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Member postings for JasonB

Here is a list of all the postings JasonB has made in our forums. Click on a thread name to jump to the thread.

Thread: Part built Allchin 1.5 inch
22/08/2019 10:58:46

This should make it clearer for cold setting.

dsc03739.jpg

Once in steam as the boiler expands the cylinder will move away from the crankshaft so everything moves to the left but the piston does not so the 45thou gap will increase and the 80thou gap will decrease and hopefully end up equal.

22/08/2019 10:46:58

Derek, I'm just going to alter what I posted, got the cover without a spigot the wrong way round.

Thread: screw cutting on a chester db10 lathe
22/08/2019 10:44:17

If you can confirm which model you have and whether it is imperial or metric that will make it easier to help, ideally post a photo of the manual page or chart on the machine cover.

Once you know what the diagram is showing it is quite simple, must be as I seem to manage OK with my similar machine.

J

Posting photos

Thread: Further Adventures with the Sieg KX3 & KX1
22/08/2019 10:32:15

Ron, the work is set to stick up vertically on a rotary table and then a boring head with a tool suitable for cutting external diameters is positioned above and set to the flank radius of the cam. The work is then moved sideways and as series of plunge cuts are taken which form one flank.

imag1507.jpg

You then turn the rotary table a degree or two and make another plunge cut and keep on doing this which slowly forms the base radius.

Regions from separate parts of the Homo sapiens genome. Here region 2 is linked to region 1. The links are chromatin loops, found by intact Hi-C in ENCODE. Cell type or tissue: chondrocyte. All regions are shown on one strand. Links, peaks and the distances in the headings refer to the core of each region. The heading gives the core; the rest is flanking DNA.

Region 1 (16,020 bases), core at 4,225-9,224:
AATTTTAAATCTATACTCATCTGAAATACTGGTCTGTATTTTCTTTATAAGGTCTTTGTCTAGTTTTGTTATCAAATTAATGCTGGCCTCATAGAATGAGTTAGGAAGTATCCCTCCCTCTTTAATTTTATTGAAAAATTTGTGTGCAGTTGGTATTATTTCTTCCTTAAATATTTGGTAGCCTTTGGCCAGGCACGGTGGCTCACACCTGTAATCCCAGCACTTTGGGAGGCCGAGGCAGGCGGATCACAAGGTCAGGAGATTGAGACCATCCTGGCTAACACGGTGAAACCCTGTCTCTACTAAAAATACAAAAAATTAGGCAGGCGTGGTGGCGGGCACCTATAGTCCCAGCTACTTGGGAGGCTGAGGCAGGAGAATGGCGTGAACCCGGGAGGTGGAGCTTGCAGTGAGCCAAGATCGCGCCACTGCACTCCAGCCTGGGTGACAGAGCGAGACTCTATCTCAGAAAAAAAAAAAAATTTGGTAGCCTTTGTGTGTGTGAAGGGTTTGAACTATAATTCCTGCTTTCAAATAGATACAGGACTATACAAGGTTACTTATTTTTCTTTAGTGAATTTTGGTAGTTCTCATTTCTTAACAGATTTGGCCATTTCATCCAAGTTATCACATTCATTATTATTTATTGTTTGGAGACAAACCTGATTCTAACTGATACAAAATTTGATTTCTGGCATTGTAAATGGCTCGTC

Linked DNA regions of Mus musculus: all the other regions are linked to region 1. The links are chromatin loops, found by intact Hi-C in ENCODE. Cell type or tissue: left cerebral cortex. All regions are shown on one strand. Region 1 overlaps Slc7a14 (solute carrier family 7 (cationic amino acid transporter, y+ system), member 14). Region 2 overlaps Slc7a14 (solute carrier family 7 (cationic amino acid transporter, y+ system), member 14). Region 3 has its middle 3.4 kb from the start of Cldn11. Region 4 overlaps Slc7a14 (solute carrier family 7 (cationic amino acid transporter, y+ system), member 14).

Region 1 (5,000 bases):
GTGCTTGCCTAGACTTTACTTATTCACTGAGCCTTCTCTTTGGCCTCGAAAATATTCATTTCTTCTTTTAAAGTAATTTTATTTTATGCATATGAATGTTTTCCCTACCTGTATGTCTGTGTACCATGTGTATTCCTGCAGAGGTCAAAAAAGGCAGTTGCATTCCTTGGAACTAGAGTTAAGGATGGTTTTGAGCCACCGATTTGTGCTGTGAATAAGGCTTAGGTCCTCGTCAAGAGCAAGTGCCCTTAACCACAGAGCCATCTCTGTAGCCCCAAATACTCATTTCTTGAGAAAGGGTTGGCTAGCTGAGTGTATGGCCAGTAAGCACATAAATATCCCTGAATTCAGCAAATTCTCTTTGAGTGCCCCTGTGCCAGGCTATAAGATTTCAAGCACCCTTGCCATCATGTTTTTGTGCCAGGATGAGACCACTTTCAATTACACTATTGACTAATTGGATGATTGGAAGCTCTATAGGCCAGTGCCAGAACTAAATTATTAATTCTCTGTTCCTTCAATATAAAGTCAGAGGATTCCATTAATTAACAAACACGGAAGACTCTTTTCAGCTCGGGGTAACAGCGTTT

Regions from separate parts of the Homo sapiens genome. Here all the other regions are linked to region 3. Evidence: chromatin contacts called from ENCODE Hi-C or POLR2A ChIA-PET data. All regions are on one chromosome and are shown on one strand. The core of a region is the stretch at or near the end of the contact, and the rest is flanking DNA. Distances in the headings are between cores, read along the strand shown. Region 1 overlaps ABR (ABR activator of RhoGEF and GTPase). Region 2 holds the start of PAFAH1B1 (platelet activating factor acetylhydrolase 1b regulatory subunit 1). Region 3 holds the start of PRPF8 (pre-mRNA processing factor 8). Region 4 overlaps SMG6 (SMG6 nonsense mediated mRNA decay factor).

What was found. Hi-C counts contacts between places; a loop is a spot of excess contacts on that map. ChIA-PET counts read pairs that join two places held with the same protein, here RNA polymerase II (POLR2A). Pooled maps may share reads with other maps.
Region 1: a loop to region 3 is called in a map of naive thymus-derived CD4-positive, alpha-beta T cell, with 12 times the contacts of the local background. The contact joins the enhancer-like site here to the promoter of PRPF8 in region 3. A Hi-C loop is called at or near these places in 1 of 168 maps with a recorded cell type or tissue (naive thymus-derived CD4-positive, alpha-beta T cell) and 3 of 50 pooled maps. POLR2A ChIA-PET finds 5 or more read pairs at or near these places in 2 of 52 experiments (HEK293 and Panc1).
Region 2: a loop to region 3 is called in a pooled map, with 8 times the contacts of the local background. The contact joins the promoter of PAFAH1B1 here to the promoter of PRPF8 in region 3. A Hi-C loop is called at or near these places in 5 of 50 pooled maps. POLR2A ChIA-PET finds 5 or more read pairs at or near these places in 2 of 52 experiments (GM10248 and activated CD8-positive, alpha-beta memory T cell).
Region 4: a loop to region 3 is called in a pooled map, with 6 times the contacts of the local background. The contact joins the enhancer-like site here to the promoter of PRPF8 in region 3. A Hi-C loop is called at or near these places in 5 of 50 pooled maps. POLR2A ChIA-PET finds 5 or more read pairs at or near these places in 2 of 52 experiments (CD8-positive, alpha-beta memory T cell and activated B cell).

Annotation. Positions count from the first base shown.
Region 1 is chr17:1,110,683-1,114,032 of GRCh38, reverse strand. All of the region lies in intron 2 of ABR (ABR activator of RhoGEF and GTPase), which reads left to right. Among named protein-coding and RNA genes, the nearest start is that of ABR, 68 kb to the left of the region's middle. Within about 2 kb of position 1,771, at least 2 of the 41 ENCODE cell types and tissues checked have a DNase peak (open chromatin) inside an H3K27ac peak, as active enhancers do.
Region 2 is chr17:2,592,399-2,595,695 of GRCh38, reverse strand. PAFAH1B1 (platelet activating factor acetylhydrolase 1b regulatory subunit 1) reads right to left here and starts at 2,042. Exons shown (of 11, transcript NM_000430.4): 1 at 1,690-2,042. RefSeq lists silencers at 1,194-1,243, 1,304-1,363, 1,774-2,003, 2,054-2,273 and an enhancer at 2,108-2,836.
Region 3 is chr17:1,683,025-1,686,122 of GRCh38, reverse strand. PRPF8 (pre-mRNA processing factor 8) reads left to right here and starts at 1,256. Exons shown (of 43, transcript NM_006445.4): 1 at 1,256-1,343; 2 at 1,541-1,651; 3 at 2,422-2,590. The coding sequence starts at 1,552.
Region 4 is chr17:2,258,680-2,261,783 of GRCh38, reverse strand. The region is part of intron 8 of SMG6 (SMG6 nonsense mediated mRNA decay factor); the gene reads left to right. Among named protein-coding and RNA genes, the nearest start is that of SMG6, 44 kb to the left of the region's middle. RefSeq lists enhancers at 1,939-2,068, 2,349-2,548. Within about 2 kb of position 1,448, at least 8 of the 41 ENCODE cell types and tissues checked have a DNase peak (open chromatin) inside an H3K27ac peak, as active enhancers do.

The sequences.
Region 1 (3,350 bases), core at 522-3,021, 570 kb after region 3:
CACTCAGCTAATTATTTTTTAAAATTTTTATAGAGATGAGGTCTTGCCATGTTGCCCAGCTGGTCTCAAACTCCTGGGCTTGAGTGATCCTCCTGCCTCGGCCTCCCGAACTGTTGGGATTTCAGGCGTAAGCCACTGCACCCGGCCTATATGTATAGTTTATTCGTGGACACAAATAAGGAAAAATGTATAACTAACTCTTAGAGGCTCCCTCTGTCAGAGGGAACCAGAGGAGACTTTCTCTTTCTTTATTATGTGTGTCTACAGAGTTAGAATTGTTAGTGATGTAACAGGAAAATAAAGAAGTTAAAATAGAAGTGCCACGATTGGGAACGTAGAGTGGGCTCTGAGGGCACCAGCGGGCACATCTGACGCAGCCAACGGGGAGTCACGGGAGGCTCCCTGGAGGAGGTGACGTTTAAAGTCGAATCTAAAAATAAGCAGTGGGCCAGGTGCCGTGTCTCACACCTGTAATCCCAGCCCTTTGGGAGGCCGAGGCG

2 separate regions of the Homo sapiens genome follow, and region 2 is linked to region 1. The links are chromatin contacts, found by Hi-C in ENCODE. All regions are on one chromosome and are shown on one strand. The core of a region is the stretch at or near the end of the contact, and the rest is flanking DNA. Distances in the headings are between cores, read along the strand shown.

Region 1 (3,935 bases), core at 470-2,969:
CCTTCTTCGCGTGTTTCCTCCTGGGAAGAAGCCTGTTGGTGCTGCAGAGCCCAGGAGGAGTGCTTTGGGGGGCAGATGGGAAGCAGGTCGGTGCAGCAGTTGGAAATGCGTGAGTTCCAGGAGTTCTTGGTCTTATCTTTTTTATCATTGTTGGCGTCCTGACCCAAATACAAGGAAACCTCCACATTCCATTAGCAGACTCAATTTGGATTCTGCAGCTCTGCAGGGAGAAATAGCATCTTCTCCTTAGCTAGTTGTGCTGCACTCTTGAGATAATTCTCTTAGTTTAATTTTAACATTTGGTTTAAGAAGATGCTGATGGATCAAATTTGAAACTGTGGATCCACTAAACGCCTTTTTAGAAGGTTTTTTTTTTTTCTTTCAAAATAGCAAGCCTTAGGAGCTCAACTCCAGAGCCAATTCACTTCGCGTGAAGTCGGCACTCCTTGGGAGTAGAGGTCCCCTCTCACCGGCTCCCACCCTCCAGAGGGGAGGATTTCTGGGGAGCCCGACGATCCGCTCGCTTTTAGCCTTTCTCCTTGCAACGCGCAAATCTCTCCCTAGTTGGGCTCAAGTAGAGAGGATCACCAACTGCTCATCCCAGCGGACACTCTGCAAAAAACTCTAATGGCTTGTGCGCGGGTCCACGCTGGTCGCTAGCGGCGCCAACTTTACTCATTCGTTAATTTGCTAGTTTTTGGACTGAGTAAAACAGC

imag1508.jpg

You carry on until you are left with just the width of tip required

imag1509.jpg

Once the milling is complete the tip is rounded by filing and any slight facets blended away. As the cuts are a large arc you get less obvious facets than if holding the cam horizontally and cutting with the end of a milling cutter but they are still present.

imag1510.jpg

Thread: Part built Allchin 1.5 inch
22/08/2019 10:20:27

You should aim for an equal amount of clearance from the cylinder covers each end when in steam so a little less at the back (chimney end) when setting it cold.

Drawings show cylinder 2.094" long less front cover spigot 0.062 gives 2.031" clear cylinder length

Piston 0.406" long + stroke 1.500" = 1.906"

2.031 - 1.906 = 0.125" divided by 2 gives 0.062" or 1/16" clear from covers at each end.

Therefor when hot piston should be 1/8" in from the chimney end and in 1/16" in from crankshaft end. Doing it cold I would say something like 0.107"  (45 + 62) from chimney end and 0.080" from crankshaft end

 

 

Edited By JasonB on 22/08/2019 10:53:08

Thread: Hex Silver Steel/Tool Steel ??
22/08/2019 09:27:46

Thank's Andrew, I will go and correct it. embarrassed

Just as well I did not use the American term of prick punch when I suggested also making a dot punch

22/08/2019 07:11:03
Posted by Christopher judd on 21/08/2019 16:44:06:

Hi Jason, I already changed my mind from using mild steel. Now going the 6mm silver steel route for entire thing. Like your idea. But questions in relation to your method.

1. Why use silver steel for end piece would o1 be as hard when hardened? Can't see reason for silver steel other than needs to fit exactly into drilled hole.